Rocky Pearson O'Ham
HHC, 1ST BN, 77TH ARMOR, 5 INF DIV
Army of the United States
18 August 1951 - 08 May 1970
Kinston, North Carolina
Panel 10W Line 002
The database page for Rocky Pearson O'Ham
|28 Dec 2002
O'HAM, a name that seems to have a special ring to it. A name I
will never forget, yet it belongs to a person I really never got
to know. You see, Rocky transferred to the 5th Infantry Division
from a unit in Germany, if I remember right he said he
volunteered for the transfer. He ended up in the HHC Scout
Platoon. I was working on my second tour in Vietnam, my first
year was spent with the 1st Infantry Division. Rocky and I were
around the same age, in the same platoon, involved in the same
mission. That mission turned out to be fatal for Rocky and life
threatening for several others. Rocky had just arrived at
Headquarters Co., it seems he couldn't have been there more than
a few days when we were given the assignment to take a patrol
out near the village of Quang Tri.
extremely hot that day, we never really knew what the
temperature was most of the time other than it was well into the
100s. I guess we never really cared, we were there and would
deal with it. We were a mechanized infantry platoon and for most
missions we were mounted on M113s, a tracked vehicle. That day
we would travel to an area with suspected enemy activity on our
tracks, dismount and patrol on foot an area along a small
stream. The terrain was rolling hills, somewhat dry, except for
the growth along the stream bank. It didn't appear that we were
following a well traveled trail or an area that we would be
suspicious of any type of ambush. There was some distance to
cover before we reached an area that we thought might be a good
area for enemy concealment. The column was about 8 or 10 of us
spread out several meters apart. I was in the middle of the
column carrying the radio for the Lieutenant. Rocky was up front
with the first 2 or 3 along with our Kit Carson scout, a local
Vietnamese from the area who never liked walking point. It
seemed several had passed by the point of the explosion before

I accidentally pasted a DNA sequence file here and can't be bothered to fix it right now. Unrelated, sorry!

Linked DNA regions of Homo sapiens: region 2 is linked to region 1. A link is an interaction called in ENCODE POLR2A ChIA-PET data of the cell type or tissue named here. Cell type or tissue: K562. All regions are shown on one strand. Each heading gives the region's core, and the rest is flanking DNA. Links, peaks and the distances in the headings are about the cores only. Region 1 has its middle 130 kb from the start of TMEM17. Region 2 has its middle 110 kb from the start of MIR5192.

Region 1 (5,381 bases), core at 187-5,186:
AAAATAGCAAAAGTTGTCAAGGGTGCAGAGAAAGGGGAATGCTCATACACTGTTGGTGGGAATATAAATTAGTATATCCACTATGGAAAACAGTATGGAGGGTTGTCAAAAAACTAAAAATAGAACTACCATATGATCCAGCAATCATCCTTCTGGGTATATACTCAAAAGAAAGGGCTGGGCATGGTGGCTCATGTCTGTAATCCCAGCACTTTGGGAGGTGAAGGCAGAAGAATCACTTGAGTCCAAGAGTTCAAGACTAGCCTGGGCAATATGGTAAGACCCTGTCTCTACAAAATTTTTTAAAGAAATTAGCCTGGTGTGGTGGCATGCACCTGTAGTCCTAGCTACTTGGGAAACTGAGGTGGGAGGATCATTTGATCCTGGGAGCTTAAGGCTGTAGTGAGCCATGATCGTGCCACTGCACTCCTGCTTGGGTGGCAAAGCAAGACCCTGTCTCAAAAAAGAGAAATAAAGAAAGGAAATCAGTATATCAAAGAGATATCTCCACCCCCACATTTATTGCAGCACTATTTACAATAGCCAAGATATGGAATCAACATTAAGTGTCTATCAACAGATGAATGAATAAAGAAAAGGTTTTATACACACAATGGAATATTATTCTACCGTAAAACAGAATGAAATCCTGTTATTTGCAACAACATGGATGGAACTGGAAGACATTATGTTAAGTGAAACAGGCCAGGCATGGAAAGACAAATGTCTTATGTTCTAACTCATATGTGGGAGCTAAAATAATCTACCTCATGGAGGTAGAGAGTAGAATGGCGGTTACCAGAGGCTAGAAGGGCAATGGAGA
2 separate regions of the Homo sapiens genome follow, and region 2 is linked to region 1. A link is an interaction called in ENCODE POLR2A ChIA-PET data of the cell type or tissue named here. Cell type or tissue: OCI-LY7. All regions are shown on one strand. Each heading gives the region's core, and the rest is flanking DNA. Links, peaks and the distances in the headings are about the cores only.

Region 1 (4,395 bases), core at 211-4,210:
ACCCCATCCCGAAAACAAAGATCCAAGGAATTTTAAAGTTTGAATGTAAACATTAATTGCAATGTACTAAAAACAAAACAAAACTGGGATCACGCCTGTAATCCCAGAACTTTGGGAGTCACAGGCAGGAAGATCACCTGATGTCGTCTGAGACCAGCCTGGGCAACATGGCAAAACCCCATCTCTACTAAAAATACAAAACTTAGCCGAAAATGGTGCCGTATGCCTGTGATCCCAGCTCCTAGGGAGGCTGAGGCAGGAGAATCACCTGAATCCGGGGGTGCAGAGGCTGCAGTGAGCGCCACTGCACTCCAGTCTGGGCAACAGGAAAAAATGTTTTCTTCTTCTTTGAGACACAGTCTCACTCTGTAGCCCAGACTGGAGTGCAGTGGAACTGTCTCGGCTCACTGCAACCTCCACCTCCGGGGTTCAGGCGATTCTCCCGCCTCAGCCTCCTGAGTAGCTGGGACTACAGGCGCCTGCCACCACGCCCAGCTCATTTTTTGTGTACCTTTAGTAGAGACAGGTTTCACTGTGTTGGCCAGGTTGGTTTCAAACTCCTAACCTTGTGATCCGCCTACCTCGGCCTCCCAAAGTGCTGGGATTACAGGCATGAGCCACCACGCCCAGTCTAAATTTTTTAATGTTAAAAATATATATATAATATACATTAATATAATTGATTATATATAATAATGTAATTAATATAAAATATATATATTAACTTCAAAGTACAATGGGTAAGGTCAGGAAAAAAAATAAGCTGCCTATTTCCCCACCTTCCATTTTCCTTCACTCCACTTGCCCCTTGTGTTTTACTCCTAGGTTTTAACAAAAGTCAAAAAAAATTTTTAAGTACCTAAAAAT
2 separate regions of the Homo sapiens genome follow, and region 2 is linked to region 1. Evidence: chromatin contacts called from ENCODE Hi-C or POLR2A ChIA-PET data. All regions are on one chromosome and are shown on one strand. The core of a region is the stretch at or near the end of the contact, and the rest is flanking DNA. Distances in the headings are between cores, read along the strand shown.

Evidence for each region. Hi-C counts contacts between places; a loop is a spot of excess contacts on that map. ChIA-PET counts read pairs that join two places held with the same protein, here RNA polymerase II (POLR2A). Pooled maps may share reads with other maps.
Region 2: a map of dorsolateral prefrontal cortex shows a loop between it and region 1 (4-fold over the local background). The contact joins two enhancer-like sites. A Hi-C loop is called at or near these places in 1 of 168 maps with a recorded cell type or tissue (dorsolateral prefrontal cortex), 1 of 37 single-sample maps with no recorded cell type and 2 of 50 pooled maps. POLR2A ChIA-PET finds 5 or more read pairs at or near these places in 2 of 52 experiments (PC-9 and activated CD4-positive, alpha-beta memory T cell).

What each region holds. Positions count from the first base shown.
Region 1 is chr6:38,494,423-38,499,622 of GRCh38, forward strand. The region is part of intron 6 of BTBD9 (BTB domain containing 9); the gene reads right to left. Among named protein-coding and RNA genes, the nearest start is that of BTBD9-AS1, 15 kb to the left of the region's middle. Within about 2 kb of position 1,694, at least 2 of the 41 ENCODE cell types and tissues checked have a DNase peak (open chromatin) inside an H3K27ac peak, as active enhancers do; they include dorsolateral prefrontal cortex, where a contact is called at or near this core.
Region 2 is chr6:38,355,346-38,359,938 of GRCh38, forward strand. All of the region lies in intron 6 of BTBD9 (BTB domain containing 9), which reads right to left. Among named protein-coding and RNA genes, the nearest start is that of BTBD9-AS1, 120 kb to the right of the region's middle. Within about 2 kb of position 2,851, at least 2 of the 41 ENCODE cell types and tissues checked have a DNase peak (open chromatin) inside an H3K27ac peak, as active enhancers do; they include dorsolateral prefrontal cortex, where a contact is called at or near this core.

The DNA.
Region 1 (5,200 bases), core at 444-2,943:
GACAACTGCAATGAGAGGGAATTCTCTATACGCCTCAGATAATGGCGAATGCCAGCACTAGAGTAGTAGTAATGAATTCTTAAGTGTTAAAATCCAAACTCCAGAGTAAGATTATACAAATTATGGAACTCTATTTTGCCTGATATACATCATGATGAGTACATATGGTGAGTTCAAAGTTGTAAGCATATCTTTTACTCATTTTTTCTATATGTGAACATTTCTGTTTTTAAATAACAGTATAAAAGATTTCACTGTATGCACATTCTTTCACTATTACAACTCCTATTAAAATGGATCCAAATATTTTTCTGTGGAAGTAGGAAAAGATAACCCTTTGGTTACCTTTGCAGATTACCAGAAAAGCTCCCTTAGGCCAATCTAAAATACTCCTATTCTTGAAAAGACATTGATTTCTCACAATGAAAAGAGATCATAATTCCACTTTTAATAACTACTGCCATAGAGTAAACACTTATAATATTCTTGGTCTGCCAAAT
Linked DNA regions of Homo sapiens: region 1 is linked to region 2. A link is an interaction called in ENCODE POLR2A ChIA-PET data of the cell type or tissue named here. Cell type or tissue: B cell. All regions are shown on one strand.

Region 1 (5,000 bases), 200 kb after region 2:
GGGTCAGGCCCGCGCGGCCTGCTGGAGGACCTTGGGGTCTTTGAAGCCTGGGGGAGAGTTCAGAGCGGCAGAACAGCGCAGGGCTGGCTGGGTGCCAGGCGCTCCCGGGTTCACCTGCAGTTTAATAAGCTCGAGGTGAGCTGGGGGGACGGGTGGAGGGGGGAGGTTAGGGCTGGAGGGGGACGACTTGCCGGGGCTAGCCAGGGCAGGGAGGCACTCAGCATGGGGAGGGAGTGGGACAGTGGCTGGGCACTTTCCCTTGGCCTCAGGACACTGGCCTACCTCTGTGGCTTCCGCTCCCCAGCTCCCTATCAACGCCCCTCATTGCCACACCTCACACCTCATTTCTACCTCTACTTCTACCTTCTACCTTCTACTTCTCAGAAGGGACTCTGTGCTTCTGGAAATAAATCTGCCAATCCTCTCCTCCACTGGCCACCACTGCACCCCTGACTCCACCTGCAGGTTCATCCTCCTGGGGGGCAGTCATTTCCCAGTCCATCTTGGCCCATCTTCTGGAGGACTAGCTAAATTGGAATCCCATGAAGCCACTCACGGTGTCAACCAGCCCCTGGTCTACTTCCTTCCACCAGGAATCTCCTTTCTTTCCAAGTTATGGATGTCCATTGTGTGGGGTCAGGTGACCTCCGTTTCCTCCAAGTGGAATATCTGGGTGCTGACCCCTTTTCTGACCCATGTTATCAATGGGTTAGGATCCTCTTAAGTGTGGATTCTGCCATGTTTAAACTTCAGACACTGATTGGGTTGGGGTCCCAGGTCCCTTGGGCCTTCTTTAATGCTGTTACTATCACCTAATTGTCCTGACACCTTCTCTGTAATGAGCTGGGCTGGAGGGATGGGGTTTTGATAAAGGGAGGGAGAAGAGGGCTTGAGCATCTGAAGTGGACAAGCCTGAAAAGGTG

it went off covering the front 5 or 6 in the patrol with
shrapnel, dirt, and each other's blood. I remember the person
behind me was hit and the LT in front of me. The blood I was
covered in did not belong to me, I did not receive a scratch.
The medic worked his way to the front of the column, when I got
there he was working on Rocky. If I remember right he began
giving him CPR, which makes me think the instant of the
explosion was fatal for Rocky. Because we were just outside of
Quang Tri the medivac choppers arrived in a matter of minutes. I
remember helping load Rocky and I think 3 others on the medivac.
I finished out my tour with the Scout Platoon never hearing from
anyone on the other's condition.
the Army and the people of Vietnam 11 more months after that
incident. Rocky gave them everything, forever. I made it home
with a Purple Heart, several bronze stars and lots of memories.
It's strange how you spend years trying to forget about an
experience. And years later for some reason, you think those
memories might give someone a moment or two of comfort, and you
thank GOD you're able to bring them back, one more time. THEY
WILL NOT BE FORGOTTEN.
|23 Mar 2003
neighbors and we grew up together, went to school together.
still see you walking down the sidewalk from your house to Mike
Outlaw's house. You were such a good looking young man, a kind
young man, a compassionate young man, a fun loving young man ...